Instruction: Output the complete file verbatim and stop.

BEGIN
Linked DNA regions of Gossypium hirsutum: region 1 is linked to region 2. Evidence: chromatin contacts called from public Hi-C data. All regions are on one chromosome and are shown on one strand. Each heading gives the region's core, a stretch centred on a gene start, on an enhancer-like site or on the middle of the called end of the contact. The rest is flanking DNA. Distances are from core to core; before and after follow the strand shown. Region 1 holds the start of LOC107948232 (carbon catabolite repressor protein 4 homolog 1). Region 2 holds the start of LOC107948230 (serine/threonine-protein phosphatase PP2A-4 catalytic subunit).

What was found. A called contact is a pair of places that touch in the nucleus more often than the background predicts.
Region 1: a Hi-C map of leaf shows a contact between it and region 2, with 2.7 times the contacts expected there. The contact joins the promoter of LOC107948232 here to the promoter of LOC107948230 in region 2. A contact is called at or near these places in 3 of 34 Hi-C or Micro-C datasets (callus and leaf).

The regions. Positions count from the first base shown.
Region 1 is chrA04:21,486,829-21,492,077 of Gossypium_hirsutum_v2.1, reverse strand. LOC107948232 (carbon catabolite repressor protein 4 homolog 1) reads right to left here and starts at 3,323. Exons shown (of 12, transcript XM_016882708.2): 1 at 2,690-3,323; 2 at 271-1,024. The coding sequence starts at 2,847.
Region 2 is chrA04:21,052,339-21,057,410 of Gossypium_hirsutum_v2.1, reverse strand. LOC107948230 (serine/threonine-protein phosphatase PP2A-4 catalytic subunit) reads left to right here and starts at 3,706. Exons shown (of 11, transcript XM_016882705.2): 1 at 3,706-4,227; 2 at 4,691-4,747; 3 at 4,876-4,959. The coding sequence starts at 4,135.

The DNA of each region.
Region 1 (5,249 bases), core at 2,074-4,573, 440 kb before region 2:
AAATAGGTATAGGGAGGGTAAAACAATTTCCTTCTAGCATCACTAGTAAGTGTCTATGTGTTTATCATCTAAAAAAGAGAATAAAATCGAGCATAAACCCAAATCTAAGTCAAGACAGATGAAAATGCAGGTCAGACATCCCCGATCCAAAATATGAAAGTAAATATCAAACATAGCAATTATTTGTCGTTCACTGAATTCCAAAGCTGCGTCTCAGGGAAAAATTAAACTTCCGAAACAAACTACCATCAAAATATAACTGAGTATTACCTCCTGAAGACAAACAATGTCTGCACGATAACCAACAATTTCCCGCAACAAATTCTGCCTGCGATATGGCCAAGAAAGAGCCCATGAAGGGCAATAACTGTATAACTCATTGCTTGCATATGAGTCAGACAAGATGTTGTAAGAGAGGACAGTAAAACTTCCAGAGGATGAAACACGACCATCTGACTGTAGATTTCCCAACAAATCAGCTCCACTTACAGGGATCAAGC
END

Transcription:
Linked DNA regions of Gossypium hirsutum: region 1 is linked to region 2. Evidence: chromatin contacts called from public Hi-C data. All regions are on one chromosome and are shown on one strand. Each heading gives the region's core, a stretch centred on a gene start, on an enhancer-like site or on the middle of the called end of the contact. The rest is flanking DNA. Distances are from core to core; before and after follow the strand shown. Region 1 holds the start of LOC107948232 (carbon catabolite repressor protein 4 homolog 1). Region 2 holds the start of LOC107948230 (serine/threonine-protein phosphatase PP2A-4 catalytic subunit).

What was found. A called contact is a pair of places that touch in the nucleus more often than the background predicts.
Region 1: a Hi-C map of leaf shows a contact between it and region 2, with 2.7 times the contacts expected there. The contact joins the promoter of LOC107948232 here to the promoter of LOC107948230 in region 2. A contact is called at or near these places in 3 of 34 Hi-C or Micro-C datasets (callus and leaf).

The regions. Positions count from the first base shown.
Region 1 is chrA04:21,486,829-21,492,077 of Gossypium_hirsutum_v2.1, reverse strand. LOC107948232 (carbon catabolite repressor protein 4 homolog 1) reads right to left here and starts at 3,323. Exons shown (of 12, transcript XM_016882708.2): 1 at 2,690-3,323; 2 at 271-1,024. The coding sequence starts at 2,847.
Region 2 is chrA04:21,052,339-21,057,410 of Gossypium_hirsutum_v2.1, reverse strand. LOC107948230 (serine/threonine-protein phosphatase PP2A-4 catalytic subunit) reads left to right here and starts at 3,706. Exons shown (of 11, transcript XM_016882705.2): 1 at 3,706-4,227; 2 at 4,691-4,747; 3 at 4,876-4,959. The coding sequence starts at 4,135.

The DNA of each region.
Region 1 (5,249 bases), core at 2,074-4,573, 440 kb before region 2:
AAATAGGTATAGGGAGGGTAAAACAATTTCCTTCTAGCATCACTAGTAAGTGTCTATGTGTTTATCATCTAAAAAAGAGAATAAAATCGAGCATAAACCCAAATCTAAGTCAAGACAGATGAAAATGCAGGTCAGACATCCCCGATCCAAAATATGAAAGTAAATATCAAACATAGCAATTATTTGTCGTTCACTGAATTCCAAAGCTGCGTCTCAGGGAAAAATTAAACTTCCGAAACAAACTACCATCAAAATATAACTGAGTATTACCTCCTGAAGACAAACAATGTCTGCACGATAACCAACAATTTCCCGCAACAAATTCTGCCTGCGATATGGCCAAGAAAGAGCCCATGAAGGGCAATAACTGTATAACTCATTGCTTGCATATGAGTCAGACAAGATGTTGTAAGAGAGGACAGTAAAACTTCCAGAGGATGAAACACGACCATCTGACTGTAGATTTCCCAACAAATCAGCTCCACTTACAGGGATCAAGC